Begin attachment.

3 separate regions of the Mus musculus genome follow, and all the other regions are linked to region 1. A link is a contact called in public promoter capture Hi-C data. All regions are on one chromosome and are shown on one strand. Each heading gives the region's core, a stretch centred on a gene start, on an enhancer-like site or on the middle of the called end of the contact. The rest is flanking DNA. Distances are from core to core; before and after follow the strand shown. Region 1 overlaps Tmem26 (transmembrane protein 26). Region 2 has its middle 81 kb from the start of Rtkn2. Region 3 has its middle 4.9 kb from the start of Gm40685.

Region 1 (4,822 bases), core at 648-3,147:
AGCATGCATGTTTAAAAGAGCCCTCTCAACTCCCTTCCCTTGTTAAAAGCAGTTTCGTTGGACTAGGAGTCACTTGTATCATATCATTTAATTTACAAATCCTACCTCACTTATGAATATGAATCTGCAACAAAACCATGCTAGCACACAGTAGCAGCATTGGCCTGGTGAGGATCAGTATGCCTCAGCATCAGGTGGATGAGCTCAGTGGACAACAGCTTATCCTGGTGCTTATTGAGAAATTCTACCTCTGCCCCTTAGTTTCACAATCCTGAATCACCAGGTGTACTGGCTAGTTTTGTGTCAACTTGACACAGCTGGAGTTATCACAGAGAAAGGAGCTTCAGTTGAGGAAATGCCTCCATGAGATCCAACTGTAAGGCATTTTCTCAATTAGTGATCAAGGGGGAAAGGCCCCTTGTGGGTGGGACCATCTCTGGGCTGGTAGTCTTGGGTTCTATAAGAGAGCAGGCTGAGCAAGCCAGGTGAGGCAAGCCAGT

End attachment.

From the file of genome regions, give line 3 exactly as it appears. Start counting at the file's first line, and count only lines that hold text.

AGCATGCATGTTTAAAAGAGCCCTCTCAACTCCCTTCCCTTGTTAAAAGCAGTTTCGTTGGACTAGGAGTCACTTGTATCATATCATTTAATTTACAAATCCTACCTCACTTATGAATATGAATCTGCAACAAAACCATGCTAGCACACAGTAGCAGCATTGGCCTGGTGAGGATCAGTATGCCTCAGCATCAGGTGGATGAGCTCAGTGGACAACAGCTTATCCTGGTGCTTATTGAGAAATTCTACCTCTGCCCCTTAGTTTCACAATCCTGAATCACCAGGTGTACTGGCTAGTTTTGTGTCAACTTGACACAGCTGGAGTTATCACAGAGAAAGGAGCTTCAGTTGAGGAAATGCCTCCATGAGATCCAACTGTAAGGCATTTTCTCAATTAGTGATCAAGGGGGAAAGGCCCCTTGTGGGTGGGACCATCTCTGGGCTGGTAGTCTTGGGTTCTATAAGAGAGCAGGCTGAGCAAGCCAGGTGAGGCAAGCCAGT